BIRMINGHAM, Ala. (WIAT) — On Monday, the U.S. Supreme Court sided with an Alabama death row inmate, allowing a lawsuit from him to proceed over his choice to use nitrogen gas instead of lethal injection to be executed.
Kenneth Eugene Smith, who has been on death row since being convicted in the killing of Elizabeth Sennett in a murder-for-hire plot in 1988, was originally set to be executed last November, but the execution was halted after technicians were unable to find a vein to access for a lethal injection, running out of time to carry out the procedure.
Since before his execution, Smith’s attorneys had pressed for him to be put to death using nitrogen hypoxia, citing an Eighth Amendment challenge dealing with cruel and unusual punishment. In the hours before he was set to be put to death, the U.S. 11th Circuit Court had issued a stay of execution, which the Supreme Court overturned. However, the fact that Smith was never executed put his lawsuit as pending in court.
Alabama recently brought the case to the Supreme Court to decide whether they could reverse the 11th Circuit’s decision, allowing them to use lethal injection instead of nitrogen hypoxia. The Supreme Court ultimately did not take up the case, allowing Smith’s lawsuit to continue on.
Supreme Court Justices Clarence Thomas and Samuel Alito were the only two dissenting voices in the case.
“When the question is whether the Eighth Amendment requires a State to replace its chosen method with an alternative method in executing the plaintiff, it is simply irrelevant, without more, that the State’s statutes authorize the use of the alternative method in other executions that are to take place sometime in the indefinite future,” Thomas and Alito wrote in their dissent. “Here, Smith alleged only that, and nothing more. He therefore failed to state a claim, and the Eleventh Circuit erred by holding otherwise.”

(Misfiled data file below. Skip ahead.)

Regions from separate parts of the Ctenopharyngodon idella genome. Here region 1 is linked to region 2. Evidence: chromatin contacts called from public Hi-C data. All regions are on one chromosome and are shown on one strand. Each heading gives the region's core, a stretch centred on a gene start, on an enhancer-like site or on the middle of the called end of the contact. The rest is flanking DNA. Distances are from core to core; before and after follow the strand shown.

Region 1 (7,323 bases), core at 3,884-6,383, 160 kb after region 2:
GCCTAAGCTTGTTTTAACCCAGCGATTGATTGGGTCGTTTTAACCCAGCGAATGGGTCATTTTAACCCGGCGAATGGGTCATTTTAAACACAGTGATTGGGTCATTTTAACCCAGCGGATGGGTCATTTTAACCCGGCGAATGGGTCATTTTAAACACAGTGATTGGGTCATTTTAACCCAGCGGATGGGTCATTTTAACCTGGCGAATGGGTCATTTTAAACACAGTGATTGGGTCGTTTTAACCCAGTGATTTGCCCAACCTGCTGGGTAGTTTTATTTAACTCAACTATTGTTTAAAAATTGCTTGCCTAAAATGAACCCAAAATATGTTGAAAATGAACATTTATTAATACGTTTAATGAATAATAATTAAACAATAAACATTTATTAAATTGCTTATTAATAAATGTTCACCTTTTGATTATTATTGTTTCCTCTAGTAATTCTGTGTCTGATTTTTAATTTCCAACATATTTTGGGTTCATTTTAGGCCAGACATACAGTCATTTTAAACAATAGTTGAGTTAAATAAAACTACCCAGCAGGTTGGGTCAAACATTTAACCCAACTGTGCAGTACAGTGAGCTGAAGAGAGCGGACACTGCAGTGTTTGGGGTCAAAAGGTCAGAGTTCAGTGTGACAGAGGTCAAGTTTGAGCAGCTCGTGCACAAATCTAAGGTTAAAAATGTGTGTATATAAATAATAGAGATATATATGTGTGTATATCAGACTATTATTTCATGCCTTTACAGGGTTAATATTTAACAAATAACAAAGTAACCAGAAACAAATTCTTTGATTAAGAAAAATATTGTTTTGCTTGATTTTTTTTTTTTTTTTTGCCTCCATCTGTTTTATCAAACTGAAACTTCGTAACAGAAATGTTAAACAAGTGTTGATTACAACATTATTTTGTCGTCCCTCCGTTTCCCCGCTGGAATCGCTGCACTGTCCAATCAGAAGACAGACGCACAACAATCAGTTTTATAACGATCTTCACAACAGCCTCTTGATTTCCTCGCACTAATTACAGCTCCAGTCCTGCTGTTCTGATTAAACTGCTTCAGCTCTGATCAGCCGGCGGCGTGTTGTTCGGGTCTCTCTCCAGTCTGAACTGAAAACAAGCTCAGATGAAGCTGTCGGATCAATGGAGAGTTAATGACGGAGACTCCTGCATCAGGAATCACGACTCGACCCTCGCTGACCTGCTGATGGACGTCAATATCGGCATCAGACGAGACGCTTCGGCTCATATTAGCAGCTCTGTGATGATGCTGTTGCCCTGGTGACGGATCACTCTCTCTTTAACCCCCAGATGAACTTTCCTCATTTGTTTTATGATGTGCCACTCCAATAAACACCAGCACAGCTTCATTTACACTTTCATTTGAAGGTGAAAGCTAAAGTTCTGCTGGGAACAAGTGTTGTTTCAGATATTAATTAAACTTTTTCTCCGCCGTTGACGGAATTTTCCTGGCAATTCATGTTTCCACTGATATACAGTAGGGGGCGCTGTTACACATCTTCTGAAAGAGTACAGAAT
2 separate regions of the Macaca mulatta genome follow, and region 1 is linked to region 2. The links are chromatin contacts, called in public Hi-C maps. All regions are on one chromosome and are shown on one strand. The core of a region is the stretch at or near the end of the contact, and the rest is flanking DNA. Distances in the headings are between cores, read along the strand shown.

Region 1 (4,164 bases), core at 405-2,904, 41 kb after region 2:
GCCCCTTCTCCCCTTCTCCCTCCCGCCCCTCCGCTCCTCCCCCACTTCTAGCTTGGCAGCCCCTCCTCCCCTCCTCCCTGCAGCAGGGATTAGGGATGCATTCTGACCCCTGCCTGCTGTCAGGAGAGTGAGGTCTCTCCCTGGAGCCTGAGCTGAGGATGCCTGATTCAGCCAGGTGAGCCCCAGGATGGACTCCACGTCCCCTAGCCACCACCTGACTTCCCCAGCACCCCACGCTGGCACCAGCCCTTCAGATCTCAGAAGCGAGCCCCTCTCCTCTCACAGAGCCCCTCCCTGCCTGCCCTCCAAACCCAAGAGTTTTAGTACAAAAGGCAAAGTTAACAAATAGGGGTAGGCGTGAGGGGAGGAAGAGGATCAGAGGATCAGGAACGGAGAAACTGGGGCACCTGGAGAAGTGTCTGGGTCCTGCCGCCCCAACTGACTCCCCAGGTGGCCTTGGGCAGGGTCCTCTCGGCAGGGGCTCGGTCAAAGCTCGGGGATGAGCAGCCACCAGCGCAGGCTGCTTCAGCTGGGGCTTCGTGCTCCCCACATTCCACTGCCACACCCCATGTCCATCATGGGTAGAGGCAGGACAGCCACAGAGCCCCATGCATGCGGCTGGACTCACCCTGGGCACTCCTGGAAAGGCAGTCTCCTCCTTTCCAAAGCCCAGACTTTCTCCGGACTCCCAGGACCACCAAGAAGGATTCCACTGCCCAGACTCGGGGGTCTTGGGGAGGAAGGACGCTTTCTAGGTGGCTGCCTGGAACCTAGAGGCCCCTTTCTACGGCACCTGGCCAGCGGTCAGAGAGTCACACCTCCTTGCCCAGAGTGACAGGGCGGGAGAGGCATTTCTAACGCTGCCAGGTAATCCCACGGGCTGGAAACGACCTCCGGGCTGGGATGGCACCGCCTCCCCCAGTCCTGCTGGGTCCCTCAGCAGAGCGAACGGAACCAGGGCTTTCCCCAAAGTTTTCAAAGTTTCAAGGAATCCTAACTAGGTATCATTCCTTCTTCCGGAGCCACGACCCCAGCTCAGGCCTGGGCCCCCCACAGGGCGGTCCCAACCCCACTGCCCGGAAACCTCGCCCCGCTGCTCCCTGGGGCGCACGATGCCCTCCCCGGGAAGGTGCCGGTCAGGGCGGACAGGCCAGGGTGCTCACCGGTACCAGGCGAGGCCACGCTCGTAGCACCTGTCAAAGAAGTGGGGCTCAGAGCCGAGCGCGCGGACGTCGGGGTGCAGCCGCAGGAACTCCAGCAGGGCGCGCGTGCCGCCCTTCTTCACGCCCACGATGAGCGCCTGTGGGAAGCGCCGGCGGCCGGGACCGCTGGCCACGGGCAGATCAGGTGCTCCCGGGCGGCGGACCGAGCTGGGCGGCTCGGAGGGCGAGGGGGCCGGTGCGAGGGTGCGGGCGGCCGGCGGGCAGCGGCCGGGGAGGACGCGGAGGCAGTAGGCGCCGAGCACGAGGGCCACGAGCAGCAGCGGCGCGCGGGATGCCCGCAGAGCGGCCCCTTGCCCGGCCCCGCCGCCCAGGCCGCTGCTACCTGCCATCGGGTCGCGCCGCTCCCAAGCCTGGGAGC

While nitrogen hypoxia has been a legal alternative form of execution since 2018, Alabama has yet to perform an execution using it. In fact, Alabama Department of Corrections Commissioner John Hamm previously stated in a brief last September that the state was not ready to execute anyone by nitrogen hypoxia. In February, Hamm said a protocol for nitrogen gas could be completed by the end of the year.
Other death row inmates, such as Alan Miller, have also requested nitrogen hypoxia for their executions.
Following a number of botched executions last year, Gov. Kay Ivey put a halt to all executions in order to review protocols and procedures. Ivey has since allowed executions to continue, with the next one set after June 2 for James Barber.
No date has been set for Smith’s execution.